The new book, “A Princess Found…,” just released in July by Sarah Culberson, is about Culberson’s journey to find her roots.  The twenty-something writer/dancer/actress/singer is a biracial woman, who was given up for adoption when she was a year old by her white mother and African father.  She was adopted by a white family, who raised her along with their bio children in a small town in West Virginia. While Culberson’s adoptive family loved her dearly and never treated her differently, she still felt a huge void by growing up in a mostly white town and attending mostly white schools.  Some of that subsided when she went off to college in diverse San Francisco, but she still yearned to learn about her bio parents.  Although she received tragic news about her mom, through a private investigator she was able to find her father – a chief, which would make her a princess – living in Bumpe, Sierra Leone.  But being a chief and princess in Sierra Leone was relative and she soon discovered that her visit in mid-2000 was not just about her bio dad, but also about connecting with people from a nation trying to recover from a brutal war in the mid-90s.
 
While the book starts out slowly in the beginning by weaving in the terror of the war-torn nation with her comfortable life in West Virgina, by the middle of it I became immersed in her journey.  She conveyed her feelings of meeting her father, his family and the people of Bumpe in great detail.  When she describes the celebrations, the dancing, the food, the weather – I felt it!  And, when she describes the people, even children, affected by the war (arms and other body parts hacked off, hunger, joblessness, no shelter, etc.)  – that impacted me as well!
 
In fact, I specifically wanted to read the book to get to the parts about her visit to Africa. My husband is Nigerian and I visited the West African nation twice – first while it was still under military rule and secondly when it was autonomous. While my trek mimicked Culberson’s in the small town in terms of the food, greetings, music and dancing, I did not meet people torn apart by war.  However, I did meet the starving, and others who did not know what life had in store for them.  I ached that I could not adopt, especially the little hungry babies, who gazed at me with their big brown eyes. One day I’ll put in a book.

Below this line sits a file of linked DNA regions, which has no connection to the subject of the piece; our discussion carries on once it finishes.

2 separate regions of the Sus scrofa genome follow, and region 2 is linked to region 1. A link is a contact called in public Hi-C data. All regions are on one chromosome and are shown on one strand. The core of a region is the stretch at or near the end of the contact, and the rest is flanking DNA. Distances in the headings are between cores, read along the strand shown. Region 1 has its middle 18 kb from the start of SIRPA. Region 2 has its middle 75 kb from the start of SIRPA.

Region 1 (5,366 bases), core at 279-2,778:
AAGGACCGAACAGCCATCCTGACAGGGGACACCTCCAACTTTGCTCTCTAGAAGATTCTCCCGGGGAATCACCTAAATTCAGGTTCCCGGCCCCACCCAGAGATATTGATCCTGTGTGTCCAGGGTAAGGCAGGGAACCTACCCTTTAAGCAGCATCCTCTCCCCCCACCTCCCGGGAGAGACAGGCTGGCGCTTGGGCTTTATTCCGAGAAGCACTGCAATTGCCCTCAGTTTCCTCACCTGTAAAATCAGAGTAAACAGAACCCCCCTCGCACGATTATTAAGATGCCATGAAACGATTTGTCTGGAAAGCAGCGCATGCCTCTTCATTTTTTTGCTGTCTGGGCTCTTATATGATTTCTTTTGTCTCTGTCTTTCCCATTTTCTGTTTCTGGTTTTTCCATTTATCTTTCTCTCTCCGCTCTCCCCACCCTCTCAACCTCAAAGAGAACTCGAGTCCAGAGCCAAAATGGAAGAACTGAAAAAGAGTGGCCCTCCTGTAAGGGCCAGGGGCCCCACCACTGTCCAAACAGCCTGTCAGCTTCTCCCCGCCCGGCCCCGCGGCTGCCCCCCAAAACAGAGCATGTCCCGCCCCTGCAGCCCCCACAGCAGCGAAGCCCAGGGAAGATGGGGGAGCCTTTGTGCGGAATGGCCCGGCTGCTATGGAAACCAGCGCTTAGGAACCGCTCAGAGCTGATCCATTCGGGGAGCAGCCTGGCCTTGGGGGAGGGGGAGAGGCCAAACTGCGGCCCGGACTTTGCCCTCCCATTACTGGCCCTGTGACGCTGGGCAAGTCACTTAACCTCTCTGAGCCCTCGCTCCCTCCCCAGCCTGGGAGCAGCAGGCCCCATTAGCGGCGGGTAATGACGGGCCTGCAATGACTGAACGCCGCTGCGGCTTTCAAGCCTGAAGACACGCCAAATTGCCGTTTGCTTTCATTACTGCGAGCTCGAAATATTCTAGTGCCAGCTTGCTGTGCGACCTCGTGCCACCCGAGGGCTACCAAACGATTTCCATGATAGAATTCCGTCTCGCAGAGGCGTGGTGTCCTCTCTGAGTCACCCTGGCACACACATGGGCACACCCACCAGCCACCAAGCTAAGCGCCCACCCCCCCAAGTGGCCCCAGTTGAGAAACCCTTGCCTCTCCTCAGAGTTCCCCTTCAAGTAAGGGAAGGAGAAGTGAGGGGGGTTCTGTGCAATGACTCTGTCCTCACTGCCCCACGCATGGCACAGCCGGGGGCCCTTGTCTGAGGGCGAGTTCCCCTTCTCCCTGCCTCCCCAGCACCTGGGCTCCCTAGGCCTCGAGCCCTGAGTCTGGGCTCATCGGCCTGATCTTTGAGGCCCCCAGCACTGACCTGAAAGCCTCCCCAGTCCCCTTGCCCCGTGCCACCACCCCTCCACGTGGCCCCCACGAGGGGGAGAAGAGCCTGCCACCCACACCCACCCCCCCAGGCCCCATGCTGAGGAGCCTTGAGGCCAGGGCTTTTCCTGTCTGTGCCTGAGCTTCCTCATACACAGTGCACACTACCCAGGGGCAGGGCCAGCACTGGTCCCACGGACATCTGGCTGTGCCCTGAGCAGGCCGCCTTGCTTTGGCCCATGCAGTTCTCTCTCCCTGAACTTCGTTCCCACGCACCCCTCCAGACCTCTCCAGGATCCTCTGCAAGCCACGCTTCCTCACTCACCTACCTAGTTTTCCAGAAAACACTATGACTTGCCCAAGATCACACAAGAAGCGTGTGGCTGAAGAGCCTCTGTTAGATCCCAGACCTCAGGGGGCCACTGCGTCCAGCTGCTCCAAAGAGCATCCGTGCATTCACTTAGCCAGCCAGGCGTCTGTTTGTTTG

But back to “A Princess Found…” – please read it and discover Sarah Culberson, who definitely finds her roots and much more.  Meanwhile, she has started a foundation to assist with the educational needs of the children in Bumpe. Check it out at bumpefund.org.     
 
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MINI MOVIE REVIEW: Is “Cadillac Records” Worth The Ride?

An up-and-coming producer challenged me to watch the entire 2008 movie “Cadillac Records.”  The film, the young producer absolutely loves, is about the famed record label Chess Records, which was instrumental in making artists such as Etta James, Muddy Waters, Little Walter, and Howlin’ Wolf famous. The challenge came after I told him that I caught the last few minutes of the film recently on cable and I didn’t like what I saw – Beyonce as Etta James doing a painful goodbye song to the label’s co-founder Leonard Chess, played by the  Oscar-winning Adrien Brody.  I thought Beyonce was overacting and that she didn’t do the song justice.  The young producer told me that I was not being fair and that I should go back to review the whole film.  Well, I did! While it’s not the best bio film I’ve seen, as usual Jeffrey Wright, who should have a few Oscars by now, really embodies Muddy Waters.  Additionally, Eamonn Walker howls as Howlin’ Wolf, while Columbus Short does Little Walter proud. But, I’m sticking to my Beyonce assessment.  What do you think?  Send me an email!
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MINI MOVIE REVIEW: Tyler Perry’s I Can Do Bad All By Myself